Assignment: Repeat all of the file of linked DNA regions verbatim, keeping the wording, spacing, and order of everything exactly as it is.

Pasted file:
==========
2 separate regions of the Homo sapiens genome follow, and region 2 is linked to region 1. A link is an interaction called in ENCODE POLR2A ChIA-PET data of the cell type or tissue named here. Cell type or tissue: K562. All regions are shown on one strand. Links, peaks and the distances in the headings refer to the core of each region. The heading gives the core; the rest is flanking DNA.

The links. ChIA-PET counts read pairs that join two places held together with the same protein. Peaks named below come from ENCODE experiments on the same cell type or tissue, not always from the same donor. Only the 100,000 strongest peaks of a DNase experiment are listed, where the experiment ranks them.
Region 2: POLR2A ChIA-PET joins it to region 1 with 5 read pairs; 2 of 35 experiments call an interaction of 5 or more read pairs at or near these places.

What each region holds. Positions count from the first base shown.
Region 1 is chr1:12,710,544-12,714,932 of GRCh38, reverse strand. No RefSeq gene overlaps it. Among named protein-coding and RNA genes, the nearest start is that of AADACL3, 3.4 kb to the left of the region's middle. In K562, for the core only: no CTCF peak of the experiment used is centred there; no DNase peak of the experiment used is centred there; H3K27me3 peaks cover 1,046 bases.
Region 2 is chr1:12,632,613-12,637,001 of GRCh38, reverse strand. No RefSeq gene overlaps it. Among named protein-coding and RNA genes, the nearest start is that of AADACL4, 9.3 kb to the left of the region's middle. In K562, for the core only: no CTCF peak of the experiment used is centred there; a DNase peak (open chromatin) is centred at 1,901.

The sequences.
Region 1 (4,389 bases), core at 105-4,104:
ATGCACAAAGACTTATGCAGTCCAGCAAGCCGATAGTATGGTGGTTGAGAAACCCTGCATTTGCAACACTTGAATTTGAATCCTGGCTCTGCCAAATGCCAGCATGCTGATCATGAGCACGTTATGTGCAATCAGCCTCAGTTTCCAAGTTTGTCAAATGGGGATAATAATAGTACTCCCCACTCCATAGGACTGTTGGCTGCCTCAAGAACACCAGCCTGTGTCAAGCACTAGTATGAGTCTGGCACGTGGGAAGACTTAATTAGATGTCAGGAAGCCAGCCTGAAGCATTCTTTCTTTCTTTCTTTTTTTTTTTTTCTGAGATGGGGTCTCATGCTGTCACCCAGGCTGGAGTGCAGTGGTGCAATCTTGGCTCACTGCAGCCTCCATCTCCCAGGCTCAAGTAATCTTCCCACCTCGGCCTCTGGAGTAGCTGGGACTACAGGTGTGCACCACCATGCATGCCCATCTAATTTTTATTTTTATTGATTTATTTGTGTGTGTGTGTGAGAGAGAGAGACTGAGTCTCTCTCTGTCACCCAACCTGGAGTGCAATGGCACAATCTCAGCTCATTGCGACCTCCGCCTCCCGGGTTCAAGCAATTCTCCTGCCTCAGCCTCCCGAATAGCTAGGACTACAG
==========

2 separate regions of the Homo sapiens genome follow, and region 2 is linked to region 1. A link is an interaction called in ENCODE POLR2A ChIA-PET data of the cell type or tissue named here. Cell type or tissue: K562. All regions are shown on one strand. Links, peaks and the distances in the headings refer to the core of each region. The heading gives the core; the rest is flanking DNA.

The links. ChIA-PET counts read pairs that join two places held together with the same protein. Peaks named below come from ENCODE experiments on the same cell type or tissue, not always from the same donor. Only the 100,000 strongest peaks of a DNase experiment are listed, where the experiment ranks them.
Region 2: POLR2A ChIA-PET joins it to region 1 with 5 read pairs; 2 of 35 experiments call an interaction of 5 or more read pairs at or near these places.

What each region holds. Positions count from the first base shown.
Region 1 is chr1:12,710,544-12,714,932 of GRCh38, reverse strand. No RefSeq gene overlaps it. Among named protein-coding and RNA genes, the nearest start is that of AADACL3, 3.4 kb to the left of the region's middle. In K562, for the core only: no CTCF peak of the experiment used is centred there; no DNase peak of the experiment used is centred there; H3K27me3 peaks cover 1,046 bases.
Region 2 is chr1:12,632,613-12,637,001 of GRCh38, reverse strand. No RefSeq gene overlaps it. Among named protein-coding and RNA genes, the nearest start is that of AADACL4, 9.3 kb to the left of the region's middle. In K562, for the core only: no CTCF peak of the experiment used is centred there; a DNase peak (open chromatin) is centred at 1,901.

The sequences.
Region 1 (4,389 bases), core at 105-4,104:
ATGCACAAAGACTTATGCAGTCCAGCAAGCCGATAGTATGGTGGTTGAGAAACCCTGCATTTGCAACACTTGAATTTGAATCCTGGCTCTGCCAAATGCCAGCATGCTGATCATGAGCACGTTATGTGCAATCAGCCTCAGTTTCCAAGTTTGTCAAATGGGGATAATAATAGTACTCCCCACTCCATAGGACTGTTGGCTGCCTCAAGAACACCAGCCTGTGTCAAGCACTAGTATGAGTCTGGCACGTGGGAAGACTTAATTAGATGTCAGGAAGCCAGCCTGAAGCATTCTTTCTTTCTTTCTTTTTTTTTTTTTCTGAGATGGGGTCTCATGCTGTCACCCAGGCTGGAGTGCAGTGGTGCAATCTTGGCTCACTGCAGCCTCCATCTCCCAGGCTCAAGTAATCTTCCCACCTCGGCCTCTGGAGTAGCTGGGACTACAGGTGTGCACCACCATGCATGCCCATCTAATTTTTATTTTTATTGATTTATTTGTGTGTGTGTGTGAGAGAGAGAGACTGAGTCTCTCTCTGTCACCCAACCTGGAGTGCAATGGCACAATCTCAGCTCATTGCGACCTCCGCCTCCCGGGTTCAAGCAATTCTCCTGCCTCAGCCTCCCGAATAGCTAGGACTACAG